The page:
We are not talking about a "state of grace" that results in the end of all growth. Here is a delicate truth that will require great care in our teaching. It is a truth that must be carefully balanced if it is to be properly understood. In effect, heart purity and freedom from the old willful nature is what enables us to begin growing with ever-increasing glory.

We cannot grow from glory to glory, without ever stumbling back into worldliness, until after the heart has been purified. A Christian with an unpurified heart will find themselves stumbling back four steps every time they try to take two steps forward. The pure heart has nothing for the world to draw on, and so it is always going forward and taking more land for the Lord.

Pursuing peace with all men goes hand in hand with the holiness that comes through purity of heart. Heart purity brings us to the end of our self-life. Without this selfish nature constantly rising up, it becomes easy to live in peace with all men.

The agape love of our Lord has a selfless nature in it. It willingly lays its own life down for the good of others. And so when the heart has been purified, and the Lord shows His life of true righteousness and holiness to the soul, in our own hearts we will be able to live in peace with all men.

Of course, we can also recognize a scriptural limitation to this truth when we consider that everyone who lives a godly life "in Christ" will be persecuted. (2 Tim. 3:12) Therefore, "If it is possible, as much as it depends on you, live peaceably with all men." (Rom. 12:18) Thus, when we balance this command of walking in peace with the command of seeking holiness of life, it implies that one should not seek peace at any cost. Holiness to the Lord must always come first.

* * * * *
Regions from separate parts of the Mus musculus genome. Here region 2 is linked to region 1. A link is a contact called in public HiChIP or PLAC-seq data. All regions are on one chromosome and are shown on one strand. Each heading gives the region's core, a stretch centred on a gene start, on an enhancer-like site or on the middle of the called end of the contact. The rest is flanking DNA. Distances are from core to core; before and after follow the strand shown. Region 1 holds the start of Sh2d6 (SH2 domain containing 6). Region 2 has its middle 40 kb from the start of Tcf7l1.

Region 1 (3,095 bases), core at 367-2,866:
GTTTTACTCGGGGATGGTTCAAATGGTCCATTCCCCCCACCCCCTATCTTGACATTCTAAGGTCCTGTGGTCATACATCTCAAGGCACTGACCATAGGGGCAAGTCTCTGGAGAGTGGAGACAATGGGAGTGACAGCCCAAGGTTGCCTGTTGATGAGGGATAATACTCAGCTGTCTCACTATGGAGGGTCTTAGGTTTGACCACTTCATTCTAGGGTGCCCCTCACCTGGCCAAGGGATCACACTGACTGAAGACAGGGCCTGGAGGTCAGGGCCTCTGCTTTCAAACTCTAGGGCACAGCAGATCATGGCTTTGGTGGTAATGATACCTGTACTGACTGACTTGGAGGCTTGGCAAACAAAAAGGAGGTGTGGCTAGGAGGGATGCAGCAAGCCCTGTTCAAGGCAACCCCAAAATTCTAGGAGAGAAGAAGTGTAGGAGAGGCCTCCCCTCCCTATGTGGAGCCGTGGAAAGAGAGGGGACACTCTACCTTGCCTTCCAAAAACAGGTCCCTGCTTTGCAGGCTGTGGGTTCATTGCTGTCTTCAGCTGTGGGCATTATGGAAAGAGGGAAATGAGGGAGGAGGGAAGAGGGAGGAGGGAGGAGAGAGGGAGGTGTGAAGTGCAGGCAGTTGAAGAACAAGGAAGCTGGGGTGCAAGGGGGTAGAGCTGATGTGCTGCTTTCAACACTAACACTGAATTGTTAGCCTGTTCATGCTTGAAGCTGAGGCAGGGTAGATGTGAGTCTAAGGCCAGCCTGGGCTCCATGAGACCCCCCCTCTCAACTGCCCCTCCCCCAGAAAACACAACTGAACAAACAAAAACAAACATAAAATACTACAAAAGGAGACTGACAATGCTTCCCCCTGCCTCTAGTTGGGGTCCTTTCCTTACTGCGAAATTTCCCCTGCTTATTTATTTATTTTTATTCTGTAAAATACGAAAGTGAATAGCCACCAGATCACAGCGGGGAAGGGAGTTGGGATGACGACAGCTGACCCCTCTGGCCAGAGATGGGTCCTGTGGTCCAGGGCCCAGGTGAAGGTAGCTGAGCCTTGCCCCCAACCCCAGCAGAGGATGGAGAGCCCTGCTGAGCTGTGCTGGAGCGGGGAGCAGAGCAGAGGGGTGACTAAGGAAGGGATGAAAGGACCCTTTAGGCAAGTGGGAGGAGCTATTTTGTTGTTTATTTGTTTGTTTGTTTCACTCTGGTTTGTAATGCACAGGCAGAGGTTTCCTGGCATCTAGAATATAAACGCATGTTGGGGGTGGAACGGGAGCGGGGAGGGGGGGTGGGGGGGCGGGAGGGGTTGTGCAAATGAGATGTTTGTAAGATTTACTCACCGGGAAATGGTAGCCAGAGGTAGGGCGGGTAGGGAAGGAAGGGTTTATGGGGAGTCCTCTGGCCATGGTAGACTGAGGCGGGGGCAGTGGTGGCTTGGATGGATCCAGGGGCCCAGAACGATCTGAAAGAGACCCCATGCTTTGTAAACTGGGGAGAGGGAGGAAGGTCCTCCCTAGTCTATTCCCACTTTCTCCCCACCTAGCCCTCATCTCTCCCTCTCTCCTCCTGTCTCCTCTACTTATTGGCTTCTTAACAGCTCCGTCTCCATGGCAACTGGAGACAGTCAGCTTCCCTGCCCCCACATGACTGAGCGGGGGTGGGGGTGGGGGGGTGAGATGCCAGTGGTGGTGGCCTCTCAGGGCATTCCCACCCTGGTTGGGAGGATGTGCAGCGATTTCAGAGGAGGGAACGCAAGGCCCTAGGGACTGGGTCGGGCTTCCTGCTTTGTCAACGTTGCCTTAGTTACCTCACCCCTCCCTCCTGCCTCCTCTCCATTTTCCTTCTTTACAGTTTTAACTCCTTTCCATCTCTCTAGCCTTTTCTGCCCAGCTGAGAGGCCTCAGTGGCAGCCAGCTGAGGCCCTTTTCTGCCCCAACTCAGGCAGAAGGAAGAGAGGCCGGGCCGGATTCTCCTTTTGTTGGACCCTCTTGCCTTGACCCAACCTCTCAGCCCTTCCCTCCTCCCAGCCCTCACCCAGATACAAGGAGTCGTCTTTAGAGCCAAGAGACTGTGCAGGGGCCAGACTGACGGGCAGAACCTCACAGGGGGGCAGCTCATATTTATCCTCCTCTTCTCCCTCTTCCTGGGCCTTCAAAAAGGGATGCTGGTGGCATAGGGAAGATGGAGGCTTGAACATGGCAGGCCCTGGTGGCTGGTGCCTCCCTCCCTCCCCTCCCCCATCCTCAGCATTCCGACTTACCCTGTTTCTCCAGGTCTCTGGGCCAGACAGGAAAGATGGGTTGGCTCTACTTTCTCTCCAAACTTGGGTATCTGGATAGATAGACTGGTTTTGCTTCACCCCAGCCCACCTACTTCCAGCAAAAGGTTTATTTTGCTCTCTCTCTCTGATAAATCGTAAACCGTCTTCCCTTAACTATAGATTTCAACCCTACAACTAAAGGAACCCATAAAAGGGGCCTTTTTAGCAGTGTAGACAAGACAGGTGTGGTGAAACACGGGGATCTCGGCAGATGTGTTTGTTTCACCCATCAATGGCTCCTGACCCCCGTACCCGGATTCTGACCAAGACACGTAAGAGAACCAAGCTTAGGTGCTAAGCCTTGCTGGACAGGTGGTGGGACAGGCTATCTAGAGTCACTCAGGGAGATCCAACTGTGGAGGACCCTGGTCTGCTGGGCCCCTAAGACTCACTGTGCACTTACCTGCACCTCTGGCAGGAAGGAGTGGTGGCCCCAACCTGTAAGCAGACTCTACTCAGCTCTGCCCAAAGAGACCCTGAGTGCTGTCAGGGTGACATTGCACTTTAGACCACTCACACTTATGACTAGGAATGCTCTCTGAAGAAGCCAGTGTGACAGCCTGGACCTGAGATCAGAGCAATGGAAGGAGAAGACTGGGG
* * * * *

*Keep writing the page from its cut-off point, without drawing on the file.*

Holiness in our text is equivalent to the "perfection," or heart purity, that could not be obtained through the old covenant. (10:1-2) It involves a real change of nature that can only be effected through the power of the blood. Jesus is able to sanctify, or make people holy, through His shed blood. (Heb. 13:12)

After making the statement to pursue peace with all men and holiness, without which no one will see the Lord, the author gives us three warnings. The word "lest" means that we must not ignore the possibility of these terrible consequences. They are the inevitable outcomes of not seeking after holiness.

1. "Lest any man fall short of the grace of God." The abundant provision of God's grace offers the present possibility of holiness, and our falling short of the abundant provision of grace will naturally be accounted to us. "Those who receive abundance of grace and the gift of righteousness will reign in life through the One, Jesus Christ." (Rom. 5:17) God will work out these tremendous promises in our life if we lay hold of them with faith. If we ignore and resist His teachings, then we are sure to receive the grace of God in vain. (2 Cor. 6:1)